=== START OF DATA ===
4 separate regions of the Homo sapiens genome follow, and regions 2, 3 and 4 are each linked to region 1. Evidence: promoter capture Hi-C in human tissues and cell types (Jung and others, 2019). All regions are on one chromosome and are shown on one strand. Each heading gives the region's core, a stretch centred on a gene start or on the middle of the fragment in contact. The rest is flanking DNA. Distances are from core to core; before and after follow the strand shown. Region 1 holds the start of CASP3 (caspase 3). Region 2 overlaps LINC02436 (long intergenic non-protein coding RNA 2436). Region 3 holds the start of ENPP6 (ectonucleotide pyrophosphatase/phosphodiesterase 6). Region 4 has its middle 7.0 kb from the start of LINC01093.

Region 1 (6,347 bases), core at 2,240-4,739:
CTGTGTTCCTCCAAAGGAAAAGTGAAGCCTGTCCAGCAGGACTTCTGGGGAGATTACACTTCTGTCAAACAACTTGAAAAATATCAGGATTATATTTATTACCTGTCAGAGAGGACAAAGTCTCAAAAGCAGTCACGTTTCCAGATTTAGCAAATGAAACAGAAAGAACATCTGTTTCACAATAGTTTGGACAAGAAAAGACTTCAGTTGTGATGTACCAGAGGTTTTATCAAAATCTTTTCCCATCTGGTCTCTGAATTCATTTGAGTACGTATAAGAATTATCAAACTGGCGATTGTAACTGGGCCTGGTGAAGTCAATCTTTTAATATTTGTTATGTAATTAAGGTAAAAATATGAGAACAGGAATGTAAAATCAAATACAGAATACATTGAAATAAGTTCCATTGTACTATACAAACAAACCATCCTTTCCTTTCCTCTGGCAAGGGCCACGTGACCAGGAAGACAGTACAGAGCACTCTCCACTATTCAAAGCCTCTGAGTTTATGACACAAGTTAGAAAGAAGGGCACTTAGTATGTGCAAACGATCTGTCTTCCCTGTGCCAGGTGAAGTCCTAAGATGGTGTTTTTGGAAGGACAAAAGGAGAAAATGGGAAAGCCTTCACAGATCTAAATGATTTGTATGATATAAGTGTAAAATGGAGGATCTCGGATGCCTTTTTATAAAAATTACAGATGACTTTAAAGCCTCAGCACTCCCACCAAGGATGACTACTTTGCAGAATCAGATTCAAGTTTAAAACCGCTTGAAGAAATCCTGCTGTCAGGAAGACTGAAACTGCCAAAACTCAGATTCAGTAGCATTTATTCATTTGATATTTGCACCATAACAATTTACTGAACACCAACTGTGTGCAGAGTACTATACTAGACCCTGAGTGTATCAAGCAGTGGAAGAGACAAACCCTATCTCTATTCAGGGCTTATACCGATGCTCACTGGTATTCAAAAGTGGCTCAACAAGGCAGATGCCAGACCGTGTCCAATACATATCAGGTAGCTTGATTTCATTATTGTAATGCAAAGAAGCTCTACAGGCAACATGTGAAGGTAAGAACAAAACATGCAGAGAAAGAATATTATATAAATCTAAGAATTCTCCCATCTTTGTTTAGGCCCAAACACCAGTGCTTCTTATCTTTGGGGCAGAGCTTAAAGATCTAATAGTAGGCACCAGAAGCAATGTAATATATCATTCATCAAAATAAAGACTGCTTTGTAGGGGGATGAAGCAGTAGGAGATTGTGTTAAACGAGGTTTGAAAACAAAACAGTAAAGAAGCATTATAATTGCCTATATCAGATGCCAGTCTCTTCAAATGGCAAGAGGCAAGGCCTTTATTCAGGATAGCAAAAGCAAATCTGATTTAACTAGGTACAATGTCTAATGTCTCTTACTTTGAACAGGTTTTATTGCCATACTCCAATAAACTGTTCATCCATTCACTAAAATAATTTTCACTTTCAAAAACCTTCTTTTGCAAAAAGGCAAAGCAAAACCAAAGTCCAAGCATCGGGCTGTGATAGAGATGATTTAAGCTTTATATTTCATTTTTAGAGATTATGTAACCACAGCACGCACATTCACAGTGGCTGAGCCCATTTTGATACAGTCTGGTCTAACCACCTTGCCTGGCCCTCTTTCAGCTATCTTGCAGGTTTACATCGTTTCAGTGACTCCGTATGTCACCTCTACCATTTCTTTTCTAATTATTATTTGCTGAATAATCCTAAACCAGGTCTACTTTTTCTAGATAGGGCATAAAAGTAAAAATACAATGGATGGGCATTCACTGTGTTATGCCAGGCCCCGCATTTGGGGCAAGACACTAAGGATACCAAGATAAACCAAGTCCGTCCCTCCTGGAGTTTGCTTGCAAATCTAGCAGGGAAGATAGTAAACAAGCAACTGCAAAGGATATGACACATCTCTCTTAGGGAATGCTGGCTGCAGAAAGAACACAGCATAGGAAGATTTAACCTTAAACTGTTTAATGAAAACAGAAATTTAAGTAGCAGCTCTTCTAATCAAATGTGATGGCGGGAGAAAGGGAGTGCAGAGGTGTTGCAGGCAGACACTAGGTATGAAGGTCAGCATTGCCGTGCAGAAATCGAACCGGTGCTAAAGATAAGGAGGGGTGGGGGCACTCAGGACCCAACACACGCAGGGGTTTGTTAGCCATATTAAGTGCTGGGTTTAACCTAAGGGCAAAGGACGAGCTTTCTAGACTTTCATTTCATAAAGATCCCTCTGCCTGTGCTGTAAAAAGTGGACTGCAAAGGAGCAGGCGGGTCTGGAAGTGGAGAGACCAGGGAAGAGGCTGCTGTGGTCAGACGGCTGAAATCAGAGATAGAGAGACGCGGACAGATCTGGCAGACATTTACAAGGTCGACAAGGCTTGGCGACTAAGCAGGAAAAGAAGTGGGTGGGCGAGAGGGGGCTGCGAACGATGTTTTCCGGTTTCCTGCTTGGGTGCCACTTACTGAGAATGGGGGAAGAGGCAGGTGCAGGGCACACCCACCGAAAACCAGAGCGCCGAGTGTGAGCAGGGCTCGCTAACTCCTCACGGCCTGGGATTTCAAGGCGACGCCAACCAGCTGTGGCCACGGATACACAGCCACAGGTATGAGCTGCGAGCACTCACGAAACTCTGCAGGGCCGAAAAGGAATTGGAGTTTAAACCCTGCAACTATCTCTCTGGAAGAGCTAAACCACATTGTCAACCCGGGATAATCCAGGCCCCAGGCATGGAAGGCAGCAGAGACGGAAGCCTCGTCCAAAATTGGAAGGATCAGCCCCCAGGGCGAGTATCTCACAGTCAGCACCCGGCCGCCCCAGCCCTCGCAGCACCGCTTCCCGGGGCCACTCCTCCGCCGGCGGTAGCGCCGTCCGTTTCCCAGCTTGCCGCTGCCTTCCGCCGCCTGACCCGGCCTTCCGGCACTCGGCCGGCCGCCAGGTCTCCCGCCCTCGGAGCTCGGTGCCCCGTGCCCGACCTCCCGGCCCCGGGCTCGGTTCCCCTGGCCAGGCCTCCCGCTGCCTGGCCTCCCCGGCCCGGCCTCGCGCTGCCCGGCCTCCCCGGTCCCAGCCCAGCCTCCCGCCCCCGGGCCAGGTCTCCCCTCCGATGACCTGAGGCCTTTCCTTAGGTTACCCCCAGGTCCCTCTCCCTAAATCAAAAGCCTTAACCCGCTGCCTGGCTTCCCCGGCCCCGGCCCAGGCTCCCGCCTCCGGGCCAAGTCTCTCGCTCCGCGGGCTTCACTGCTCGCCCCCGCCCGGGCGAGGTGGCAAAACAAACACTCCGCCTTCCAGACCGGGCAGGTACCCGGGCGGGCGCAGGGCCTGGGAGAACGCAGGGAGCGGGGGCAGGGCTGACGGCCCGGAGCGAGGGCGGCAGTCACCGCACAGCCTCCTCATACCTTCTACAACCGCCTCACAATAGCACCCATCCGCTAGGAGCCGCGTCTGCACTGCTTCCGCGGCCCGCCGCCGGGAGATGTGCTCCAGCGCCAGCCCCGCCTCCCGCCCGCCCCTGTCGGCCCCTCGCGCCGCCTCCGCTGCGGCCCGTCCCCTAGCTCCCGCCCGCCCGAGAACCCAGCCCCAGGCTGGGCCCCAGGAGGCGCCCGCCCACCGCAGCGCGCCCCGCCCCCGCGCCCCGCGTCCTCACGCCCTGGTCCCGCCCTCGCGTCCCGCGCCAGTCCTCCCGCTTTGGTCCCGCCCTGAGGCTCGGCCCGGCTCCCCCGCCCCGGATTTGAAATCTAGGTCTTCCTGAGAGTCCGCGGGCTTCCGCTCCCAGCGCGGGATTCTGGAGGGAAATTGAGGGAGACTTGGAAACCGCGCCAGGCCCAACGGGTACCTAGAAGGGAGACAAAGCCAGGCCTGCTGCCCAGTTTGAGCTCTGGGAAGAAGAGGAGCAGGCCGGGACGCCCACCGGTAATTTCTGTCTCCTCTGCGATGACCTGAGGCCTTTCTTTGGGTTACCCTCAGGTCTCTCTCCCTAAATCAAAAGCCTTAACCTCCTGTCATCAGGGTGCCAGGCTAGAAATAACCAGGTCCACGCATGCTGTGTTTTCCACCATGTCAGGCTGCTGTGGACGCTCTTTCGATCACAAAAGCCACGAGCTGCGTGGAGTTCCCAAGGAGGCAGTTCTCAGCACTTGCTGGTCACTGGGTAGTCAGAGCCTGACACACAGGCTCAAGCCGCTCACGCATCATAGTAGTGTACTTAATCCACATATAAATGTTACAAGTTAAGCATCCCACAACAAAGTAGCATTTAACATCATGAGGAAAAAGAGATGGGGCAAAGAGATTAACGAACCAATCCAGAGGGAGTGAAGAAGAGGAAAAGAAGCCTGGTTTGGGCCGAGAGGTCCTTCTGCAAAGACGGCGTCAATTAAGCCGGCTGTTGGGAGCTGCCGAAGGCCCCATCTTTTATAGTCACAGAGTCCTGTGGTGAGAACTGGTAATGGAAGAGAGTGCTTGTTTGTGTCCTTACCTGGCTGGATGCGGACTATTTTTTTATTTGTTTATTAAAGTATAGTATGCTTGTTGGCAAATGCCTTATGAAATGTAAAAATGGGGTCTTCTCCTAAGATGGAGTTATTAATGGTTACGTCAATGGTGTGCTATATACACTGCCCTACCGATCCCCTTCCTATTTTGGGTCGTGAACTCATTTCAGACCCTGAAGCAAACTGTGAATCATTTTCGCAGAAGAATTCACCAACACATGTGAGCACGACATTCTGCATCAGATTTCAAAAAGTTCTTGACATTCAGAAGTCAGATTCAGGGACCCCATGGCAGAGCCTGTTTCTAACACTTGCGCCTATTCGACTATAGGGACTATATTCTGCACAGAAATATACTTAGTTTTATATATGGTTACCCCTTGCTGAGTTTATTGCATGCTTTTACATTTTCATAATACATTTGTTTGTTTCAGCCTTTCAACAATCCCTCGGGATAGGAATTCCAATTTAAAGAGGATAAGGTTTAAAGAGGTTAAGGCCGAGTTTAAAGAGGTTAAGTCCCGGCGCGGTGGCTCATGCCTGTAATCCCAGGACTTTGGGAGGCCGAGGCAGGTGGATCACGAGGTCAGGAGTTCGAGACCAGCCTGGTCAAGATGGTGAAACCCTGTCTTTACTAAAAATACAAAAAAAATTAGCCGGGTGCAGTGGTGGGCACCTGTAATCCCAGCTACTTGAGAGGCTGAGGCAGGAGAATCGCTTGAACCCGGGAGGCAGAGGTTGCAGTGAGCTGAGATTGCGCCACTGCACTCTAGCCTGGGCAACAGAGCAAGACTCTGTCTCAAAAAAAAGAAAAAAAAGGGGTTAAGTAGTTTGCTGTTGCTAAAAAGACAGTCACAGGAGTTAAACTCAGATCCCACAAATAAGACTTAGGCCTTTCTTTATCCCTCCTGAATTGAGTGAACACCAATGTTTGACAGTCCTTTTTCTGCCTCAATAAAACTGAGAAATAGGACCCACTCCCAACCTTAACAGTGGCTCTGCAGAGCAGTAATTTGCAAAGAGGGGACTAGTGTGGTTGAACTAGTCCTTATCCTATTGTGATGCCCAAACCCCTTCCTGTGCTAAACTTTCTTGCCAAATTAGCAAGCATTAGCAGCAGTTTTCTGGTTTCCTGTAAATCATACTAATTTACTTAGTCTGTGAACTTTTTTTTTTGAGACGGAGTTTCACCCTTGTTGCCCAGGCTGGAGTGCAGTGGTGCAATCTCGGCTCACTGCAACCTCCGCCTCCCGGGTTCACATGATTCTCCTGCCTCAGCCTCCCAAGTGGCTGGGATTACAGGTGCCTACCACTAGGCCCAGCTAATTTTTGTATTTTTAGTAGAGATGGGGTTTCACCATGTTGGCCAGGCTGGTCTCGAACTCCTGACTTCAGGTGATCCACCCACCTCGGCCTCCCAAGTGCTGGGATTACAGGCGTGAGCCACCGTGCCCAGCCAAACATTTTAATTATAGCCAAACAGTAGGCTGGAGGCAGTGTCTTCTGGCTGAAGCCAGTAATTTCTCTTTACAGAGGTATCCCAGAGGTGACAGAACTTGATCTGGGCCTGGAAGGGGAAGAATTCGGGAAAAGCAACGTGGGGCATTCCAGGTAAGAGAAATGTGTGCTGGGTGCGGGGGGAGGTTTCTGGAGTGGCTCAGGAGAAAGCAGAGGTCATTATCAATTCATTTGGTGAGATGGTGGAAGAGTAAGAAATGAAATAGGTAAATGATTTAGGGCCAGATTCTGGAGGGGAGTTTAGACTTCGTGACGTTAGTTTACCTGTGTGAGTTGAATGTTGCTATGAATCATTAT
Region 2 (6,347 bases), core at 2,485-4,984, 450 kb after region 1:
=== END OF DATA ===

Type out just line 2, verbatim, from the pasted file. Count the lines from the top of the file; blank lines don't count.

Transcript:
Region 1 (6,347 bases), core at 2,240-4,739: